During week 31, seasonal influenza A (H1) and A (H3) and B viruses co-circulated at low levels with novel influenza A (H1N1) viruses. 98% of all subtyped influenza A viruses being reported to CDC this week were novel influenza A (H1N1) viruses.
The unusually high percentage of specimens testing positive for influenza by WHO and NREVSS collaborating laboratories remained higher during week 31 than is typically seen this time of year, and may be due in part to changes in testing practices by health care providers, triaging of specimens by public health laboratories, an increase in the number of specimens collected from outbreaks, and other factors.
During the 2008-09 influenza season, influenza A (H1), A (H3), and B viruses have co-circulated in the United States. On April 15 and 17, 2009, CDC confirmed the first two cases of novel influenza A (H1N1) virus infection in the United States, and this virus has been the predominant circulating influenza strain since testing and reporting of novel influenza A (H1N1) viruses by U.S. WHO collaborating laboratories began during week 17 (week ending May 2, 2009).
Because of the extensive spread of novel influenza A (H1N1) within the United States, it has become extremely resource intensive for local and state health departments to count individual cases. In addition, since only a small proportion of persons with respiratory illness are tested for novel influenza A (H1N1) infection, confirmed and probable case counts represent a significant underestimate of the true number of novel influenza A (H1N1) cases in the United States. As a result, CDC no longer reports individual case counts; only hospitalizations and deaths associated with confirmed novel influenza A (H1N1) are reported each week on the CDC H1N1 influenza website (http://www.cdc.gov/h1n1flu/update.htm)
As of August 14, 2009, 7,511 hospitalizations and 477 deaths (10 deaths in individuals 0-4 years, 67 deaths in individuals 5-24 years, 203 deaths in adults 25-49 years, 135 deaths in adults 50-64 years, 45 deaths in adults age 65 and older, and 17 deaths with unknown age) associated with novel influenza A (H1N1) virus have been identified by CDC and state and local public health departments.
View WHO-NREVSS Regional Bar Charts| View Chart Data | View Full Screen
CDC has antigenically characterized 2,036 seasonal human influenza viruses [1,186 influenza A (H1), 201 influenza A (H3) and 649 influenza B viruses] collected by U.S. laboratories since October 1, 2008, and 280 novel influenza A (H1N1) viruses.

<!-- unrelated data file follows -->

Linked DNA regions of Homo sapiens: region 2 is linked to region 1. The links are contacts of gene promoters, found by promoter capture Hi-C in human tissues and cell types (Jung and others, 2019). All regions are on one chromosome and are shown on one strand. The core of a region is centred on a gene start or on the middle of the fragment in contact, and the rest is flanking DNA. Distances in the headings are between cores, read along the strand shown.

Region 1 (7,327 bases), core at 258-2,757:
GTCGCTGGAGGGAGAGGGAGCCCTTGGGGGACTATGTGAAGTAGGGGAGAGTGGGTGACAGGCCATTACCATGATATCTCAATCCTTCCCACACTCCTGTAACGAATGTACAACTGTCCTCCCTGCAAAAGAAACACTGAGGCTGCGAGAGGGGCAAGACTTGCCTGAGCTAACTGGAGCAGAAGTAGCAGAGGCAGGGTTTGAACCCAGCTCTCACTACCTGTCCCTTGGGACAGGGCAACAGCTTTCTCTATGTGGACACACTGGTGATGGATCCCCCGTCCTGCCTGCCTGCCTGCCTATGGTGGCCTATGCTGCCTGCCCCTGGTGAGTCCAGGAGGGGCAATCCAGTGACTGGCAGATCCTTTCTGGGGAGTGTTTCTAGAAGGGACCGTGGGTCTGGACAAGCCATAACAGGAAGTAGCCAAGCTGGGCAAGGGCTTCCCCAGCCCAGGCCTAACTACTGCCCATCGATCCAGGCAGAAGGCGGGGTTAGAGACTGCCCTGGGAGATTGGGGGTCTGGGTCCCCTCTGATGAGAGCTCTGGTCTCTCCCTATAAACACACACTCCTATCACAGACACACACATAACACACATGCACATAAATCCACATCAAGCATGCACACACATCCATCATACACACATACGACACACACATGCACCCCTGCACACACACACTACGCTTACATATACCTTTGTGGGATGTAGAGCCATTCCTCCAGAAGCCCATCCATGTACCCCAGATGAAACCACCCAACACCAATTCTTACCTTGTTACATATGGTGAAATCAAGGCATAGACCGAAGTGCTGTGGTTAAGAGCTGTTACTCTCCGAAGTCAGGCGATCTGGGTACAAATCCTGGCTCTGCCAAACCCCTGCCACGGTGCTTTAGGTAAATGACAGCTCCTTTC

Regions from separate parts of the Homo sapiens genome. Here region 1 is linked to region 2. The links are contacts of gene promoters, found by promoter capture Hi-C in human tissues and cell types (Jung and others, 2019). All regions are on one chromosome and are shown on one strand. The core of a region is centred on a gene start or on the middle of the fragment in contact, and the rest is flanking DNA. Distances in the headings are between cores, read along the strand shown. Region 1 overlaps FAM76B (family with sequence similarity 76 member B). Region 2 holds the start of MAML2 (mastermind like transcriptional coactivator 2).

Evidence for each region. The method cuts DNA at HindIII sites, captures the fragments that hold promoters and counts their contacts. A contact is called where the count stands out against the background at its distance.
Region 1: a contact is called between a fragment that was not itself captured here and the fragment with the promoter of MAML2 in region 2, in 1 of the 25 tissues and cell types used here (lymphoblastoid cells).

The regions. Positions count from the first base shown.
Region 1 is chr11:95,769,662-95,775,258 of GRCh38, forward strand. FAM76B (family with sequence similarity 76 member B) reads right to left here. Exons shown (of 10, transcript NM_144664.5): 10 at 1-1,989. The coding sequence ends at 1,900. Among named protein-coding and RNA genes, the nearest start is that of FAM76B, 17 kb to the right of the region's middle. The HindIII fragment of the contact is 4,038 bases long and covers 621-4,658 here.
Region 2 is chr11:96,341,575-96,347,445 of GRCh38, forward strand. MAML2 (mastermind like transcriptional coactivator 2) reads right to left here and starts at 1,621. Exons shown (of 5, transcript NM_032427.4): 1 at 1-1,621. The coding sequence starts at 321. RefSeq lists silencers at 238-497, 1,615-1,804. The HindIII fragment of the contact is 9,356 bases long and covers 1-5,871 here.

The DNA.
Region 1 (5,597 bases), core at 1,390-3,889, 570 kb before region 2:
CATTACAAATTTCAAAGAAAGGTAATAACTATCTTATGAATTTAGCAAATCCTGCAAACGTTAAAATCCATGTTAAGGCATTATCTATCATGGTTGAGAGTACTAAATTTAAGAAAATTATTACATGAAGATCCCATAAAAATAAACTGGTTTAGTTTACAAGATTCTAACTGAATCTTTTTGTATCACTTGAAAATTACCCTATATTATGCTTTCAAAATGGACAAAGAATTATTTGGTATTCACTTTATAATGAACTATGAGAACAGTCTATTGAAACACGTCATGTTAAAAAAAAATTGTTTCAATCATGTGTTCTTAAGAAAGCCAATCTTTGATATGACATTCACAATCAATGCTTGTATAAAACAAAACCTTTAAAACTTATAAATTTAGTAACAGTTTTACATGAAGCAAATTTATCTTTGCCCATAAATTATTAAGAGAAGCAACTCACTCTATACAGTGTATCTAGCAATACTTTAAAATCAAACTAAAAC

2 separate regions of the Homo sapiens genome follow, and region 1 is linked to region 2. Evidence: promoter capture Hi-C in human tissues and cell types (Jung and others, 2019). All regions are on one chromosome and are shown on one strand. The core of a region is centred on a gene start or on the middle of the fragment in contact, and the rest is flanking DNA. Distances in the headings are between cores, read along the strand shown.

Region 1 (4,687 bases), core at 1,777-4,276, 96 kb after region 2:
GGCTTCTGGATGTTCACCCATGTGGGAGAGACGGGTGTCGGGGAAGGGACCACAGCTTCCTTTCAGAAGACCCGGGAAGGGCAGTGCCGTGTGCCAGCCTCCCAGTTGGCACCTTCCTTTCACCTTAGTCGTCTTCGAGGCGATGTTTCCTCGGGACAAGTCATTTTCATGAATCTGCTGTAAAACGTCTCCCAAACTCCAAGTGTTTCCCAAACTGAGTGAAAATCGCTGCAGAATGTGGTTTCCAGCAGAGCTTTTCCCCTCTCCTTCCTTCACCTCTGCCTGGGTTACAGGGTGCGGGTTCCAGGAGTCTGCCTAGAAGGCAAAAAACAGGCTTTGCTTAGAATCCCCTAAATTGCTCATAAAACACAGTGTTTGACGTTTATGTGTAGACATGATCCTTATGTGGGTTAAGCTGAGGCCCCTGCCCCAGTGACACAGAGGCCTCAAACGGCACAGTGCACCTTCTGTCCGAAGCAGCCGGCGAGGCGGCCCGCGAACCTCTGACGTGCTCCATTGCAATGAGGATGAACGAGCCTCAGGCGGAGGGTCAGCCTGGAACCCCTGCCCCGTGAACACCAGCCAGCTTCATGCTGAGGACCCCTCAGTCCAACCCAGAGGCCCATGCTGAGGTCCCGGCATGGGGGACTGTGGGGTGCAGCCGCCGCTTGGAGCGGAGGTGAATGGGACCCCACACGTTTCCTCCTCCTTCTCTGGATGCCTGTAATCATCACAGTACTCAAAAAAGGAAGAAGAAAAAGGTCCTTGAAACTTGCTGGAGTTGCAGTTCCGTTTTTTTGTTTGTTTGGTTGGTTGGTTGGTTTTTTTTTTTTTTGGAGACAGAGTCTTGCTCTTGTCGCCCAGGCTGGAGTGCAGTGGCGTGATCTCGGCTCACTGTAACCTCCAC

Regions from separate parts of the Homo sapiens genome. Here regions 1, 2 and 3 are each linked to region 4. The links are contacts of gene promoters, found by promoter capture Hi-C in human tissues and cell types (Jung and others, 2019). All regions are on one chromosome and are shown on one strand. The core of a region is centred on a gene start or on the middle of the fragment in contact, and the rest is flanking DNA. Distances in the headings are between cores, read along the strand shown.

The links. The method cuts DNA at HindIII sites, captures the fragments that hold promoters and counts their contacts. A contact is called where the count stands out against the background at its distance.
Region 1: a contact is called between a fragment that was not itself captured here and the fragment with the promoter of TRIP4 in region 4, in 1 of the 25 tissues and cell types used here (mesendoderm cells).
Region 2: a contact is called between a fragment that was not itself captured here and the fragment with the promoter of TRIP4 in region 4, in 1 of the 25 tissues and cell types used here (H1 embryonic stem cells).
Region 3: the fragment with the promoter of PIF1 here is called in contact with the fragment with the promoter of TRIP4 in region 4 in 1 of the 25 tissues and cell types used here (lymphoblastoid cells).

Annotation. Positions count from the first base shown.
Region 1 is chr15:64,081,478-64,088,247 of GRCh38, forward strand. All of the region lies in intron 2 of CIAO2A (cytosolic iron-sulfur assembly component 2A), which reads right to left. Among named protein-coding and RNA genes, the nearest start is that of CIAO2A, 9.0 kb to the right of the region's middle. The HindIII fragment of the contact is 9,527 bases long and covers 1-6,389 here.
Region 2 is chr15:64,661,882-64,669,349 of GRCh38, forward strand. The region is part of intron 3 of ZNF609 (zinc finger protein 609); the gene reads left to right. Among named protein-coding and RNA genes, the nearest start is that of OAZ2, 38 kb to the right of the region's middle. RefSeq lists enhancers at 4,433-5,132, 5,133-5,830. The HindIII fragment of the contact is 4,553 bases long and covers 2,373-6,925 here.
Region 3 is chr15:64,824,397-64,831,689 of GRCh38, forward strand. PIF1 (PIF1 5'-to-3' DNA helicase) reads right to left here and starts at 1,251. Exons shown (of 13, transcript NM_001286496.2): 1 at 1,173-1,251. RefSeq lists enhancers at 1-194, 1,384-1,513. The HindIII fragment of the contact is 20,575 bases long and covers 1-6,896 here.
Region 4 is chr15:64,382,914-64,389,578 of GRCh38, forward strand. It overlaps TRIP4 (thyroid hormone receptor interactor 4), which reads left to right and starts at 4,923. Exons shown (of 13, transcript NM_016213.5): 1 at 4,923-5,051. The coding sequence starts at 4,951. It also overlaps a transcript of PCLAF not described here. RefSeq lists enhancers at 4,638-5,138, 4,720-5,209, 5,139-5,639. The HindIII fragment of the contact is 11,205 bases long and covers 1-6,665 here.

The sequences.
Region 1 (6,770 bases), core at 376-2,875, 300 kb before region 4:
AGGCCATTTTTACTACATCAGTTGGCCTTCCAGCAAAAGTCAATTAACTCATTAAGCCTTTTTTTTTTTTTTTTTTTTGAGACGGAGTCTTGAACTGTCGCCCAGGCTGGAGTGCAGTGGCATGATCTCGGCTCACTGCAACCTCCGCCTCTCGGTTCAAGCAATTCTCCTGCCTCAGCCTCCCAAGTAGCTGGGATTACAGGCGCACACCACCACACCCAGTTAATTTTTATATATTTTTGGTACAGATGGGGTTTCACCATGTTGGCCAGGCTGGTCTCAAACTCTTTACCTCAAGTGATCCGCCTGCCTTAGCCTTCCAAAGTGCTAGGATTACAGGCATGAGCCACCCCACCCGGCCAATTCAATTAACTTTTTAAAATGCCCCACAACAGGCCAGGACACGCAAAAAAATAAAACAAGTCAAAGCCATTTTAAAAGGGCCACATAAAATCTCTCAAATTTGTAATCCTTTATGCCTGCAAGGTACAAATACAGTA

All 1,186 seasonal influenza A (H1) viruses are related to the influenza A (H1N1) component of the 2008-09 influenza vaccine (A/Brisbane/59/2007). One hundred ninety-three (96%) of 201 influenza A (H3N2) viruses tested are related to the A (H3N2) vaccine component (A/Brisbane/10/2007) and eight viruses (4%) tested showed reduced titers with antisera produced against A/Brisbane/10/2007.
All 280 novel influenza A (H1N1) viruses are related to the A/California/07/2009 (H1N1) reference virus selected by WHO as a potential candidate for novel influenza A (H1N1) vaccine.
Influenza B viruses currently circulating can be divided into two distinct lineages represented by the B/Yamagata/16/88 and B/Victoria/02/87 viruses. Seventy-four (11%) of 649 influenza B viruses tested belong to the B/Yamagata lineage and are related to the vaccine strain (B/Florida/04/2006). The remaining 575 (89%) viruses belong to the B/Victoria lineage and are not related to the vaccine strain.
Data on antigenic characterization should be interpreted with caution given that antigenic characterization data are based on hemagglutination inhibition (HI) testing using a panel of reference ferret antisera, and results may not correlate with clinical protection against circulating viruses provided by influenza vaccination.
Annual influenza vaccination is expected to provide the best protection against those virus strains that are related to the vaccine strains, but limited to no protection may be expected when the vaccine and circulating virus strains are so different as to be from different lineages, as is seen with the two lineages of influenza B viruses. Antigenic characterization of novel influenza A (H1N1) viruses indicates that these viruses are antigenically and genetically unrelated to seasonal influenza A (H1N1) viruses, suggesting that little to no protection would be expected from vaccination with seasonal influenza vaccine.